• Fact Technical knowledge reduces cost.
  • Fact High quality development is expensive
  • Fact You will still need a marketing budget.
  • Fact You will still need customer service
  • Fact You will need ongoing development for most
    big ideas

14
Sidestepping Automation
  • Some automation is expensive and more costly than
    not bothering with it.
  • Service oriented web sites breed customer service
    issues.
  • People don't read help files
  • People won't watch your fancy video tutorial
  • People won't "get" how things work.

15
Sidestepping Automation
  • Customer Service Formula
  • L complexity of your product and UI (1-10)
  • C how much the user is paying for it (0free, 5
    more than 50)
  • D average age of the user (1 genX or younger,
    2 for boomers, 3 for seniors)
  • E energy required for customer service issues.
    A value of 2 requires little or no effort, a
    value of 38 means all your users will know your
    first name.
  • L D (C3) E

16
Grasping Tech Questions to Ask
  • How Much traffic do I expect
  • Traffic meaning users X bandwidth.
  • How Secure will it need to be?
  • Am I a DIY tech guy?
  • What kind of access I need?

17
Grasping Tech Choices
  • You will likely be called upon to decide
  • Development company or in-house
  • Server Platform Linux, Windows?
  • DB Platform MSSQL, MySQL, Oracle, Postgres
  • Engine .NET, ColdFusion, PHP, JSP
  • Shared vs. Dedicated Hosting

18
BREAK
  • We will take a short break and then conclude with
    a discussion of cost factors and a Q and A.

19
Cost Required Budget Elements
  • The following items should be thought out clearly
    in advance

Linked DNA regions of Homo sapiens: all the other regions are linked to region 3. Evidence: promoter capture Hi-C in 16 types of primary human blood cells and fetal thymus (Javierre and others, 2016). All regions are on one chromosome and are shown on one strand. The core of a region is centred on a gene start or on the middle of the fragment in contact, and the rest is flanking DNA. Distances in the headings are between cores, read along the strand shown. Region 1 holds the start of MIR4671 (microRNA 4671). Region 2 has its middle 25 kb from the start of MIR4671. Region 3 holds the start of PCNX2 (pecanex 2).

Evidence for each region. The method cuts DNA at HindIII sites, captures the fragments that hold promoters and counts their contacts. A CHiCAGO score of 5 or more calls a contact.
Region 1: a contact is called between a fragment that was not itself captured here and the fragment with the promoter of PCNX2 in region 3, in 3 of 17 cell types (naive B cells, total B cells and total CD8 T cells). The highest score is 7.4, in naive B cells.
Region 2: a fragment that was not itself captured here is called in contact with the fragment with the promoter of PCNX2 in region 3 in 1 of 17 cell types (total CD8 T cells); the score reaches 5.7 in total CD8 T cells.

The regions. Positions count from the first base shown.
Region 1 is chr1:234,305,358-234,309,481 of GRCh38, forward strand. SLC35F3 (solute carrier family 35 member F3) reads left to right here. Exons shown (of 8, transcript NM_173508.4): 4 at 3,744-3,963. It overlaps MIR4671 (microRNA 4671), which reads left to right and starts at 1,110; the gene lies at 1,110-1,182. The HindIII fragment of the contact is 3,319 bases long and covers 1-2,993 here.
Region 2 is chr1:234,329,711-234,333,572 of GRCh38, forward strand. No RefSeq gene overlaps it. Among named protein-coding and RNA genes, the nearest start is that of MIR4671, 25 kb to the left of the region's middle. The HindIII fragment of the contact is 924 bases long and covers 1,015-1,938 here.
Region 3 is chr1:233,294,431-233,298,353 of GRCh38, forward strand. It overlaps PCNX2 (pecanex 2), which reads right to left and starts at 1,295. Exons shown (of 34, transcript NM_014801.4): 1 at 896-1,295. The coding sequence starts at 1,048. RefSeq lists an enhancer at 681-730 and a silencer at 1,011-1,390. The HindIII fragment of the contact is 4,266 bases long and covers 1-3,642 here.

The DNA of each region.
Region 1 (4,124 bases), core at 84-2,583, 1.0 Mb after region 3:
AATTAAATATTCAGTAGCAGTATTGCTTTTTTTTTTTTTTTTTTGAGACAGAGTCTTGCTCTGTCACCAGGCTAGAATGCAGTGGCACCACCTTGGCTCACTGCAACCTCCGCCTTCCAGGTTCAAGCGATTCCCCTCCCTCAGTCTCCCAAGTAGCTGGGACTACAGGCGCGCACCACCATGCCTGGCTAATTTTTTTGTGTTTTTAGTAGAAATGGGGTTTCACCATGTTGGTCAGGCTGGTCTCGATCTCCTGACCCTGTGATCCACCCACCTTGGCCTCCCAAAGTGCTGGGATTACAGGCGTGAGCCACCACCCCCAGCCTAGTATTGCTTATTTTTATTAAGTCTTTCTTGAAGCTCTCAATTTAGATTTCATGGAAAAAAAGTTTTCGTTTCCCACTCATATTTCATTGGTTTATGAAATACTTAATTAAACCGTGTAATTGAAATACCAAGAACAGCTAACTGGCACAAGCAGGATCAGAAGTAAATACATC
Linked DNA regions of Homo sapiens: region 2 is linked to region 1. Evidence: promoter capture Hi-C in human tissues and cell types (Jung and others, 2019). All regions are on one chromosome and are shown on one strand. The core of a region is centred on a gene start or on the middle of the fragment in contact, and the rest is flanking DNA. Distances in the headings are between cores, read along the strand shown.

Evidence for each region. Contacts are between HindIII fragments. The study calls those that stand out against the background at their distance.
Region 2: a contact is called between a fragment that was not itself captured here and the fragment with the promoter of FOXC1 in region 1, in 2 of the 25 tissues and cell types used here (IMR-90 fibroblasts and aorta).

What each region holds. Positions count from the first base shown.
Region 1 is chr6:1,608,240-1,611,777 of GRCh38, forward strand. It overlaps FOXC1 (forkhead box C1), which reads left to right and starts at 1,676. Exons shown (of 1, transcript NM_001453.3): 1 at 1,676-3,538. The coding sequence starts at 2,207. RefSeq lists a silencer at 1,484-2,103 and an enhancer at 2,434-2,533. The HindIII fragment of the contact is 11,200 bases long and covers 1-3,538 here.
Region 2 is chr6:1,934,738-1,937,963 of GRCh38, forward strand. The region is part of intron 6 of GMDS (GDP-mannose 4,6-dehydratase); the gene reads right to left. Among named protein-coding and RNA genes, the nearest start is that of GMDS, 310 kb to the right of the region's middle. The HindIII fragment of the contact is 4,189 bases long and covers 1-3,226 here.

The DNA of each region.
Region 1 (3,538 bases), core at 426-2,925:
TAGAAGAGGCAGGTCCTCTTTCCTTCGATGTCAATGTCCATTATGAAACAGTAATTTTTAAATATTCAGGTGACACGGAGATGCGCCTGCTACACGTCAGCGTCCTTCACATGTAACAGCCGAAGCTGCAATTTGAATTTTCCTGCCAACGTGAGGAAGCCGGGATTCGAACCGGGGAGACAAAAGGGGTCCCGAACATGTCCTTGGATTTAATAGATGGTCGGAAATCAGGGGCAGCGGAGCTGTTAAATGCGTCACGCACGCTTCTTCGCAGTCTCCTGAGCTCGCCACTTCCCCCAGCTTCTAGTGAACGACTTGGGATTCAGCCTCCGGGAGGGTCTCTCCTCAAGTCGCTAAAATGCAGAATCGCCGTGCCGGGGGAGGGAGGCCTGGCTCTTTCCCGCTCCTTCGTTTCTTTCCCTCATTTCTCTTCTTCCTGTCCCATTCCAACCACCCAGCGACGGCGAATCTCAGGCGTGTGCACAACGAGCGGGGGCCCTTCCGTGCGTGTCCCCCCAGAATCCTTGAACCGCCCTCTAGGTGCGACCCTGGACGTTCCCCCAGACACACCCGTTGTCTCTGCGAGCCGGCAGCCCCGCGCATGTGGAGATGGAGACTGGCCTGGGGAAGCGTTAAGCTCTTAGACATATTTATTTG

• Development Costs
  • Revision Costs
  • Maintenance
  • Marketing
  • Customer Service
  • Hosting
  • Obviously there may be a host of other things.

20
Cost Development
  • The only way to manage costs (time and money) for
    a project is to get control of the requirements!
  • Detailed description of every deliverable.
  • Line item estimate in hours
  • Bid choices Fixed fee, not to exceed, Hourly
  • Clear guidelines for in scope and out of
    scope items.
  • Inclusion of some margin for revision within the
    requirements (use with caution).

21
Cost Developers
  • Choice of developers impacts cost
  • Contractor
  • Development company
  • Full service Dev company (design, develop, host
    etc).
  • Off shore
  • Choose someone capable of planning for growth and
    maintenance.
  • You get what you pay for.
  • Money spent in good development will save you
    money in the long run.

22
Cost Scope Creep
  • Scope creep when features or requirements are
    added after the project has been estimated and
    begun.
  • Some scope creep is inevitable
  • Mitigated by realistic requirements that include
    items for revisions.

23
Cost 3 Corner Development
  • The 3 corners of development are Time, Money and
    Features.
  • Each corner has a corollary effect on a project.
  • Your developer or team must be able to control
    one of the corners.

24
Cost Timeline Expectations
  • Fact There is not a predictable correlation
    between the size of the team assigned to your
    project and the time it takes to get it done.
  • Required reading on the topic is The Mythical
    Man-Month by Fredrick Brooks.
  • Pushing the timeline usually introduces defects
    and produces a diminished return.

25
Question and Answer
  • Mark Kruger - CFG
  • www.cfwebtools.com
  • www.coldfusionmuse.com
  • (This presentation will be on ColdFusion muse
    later today)
About PowerShow.com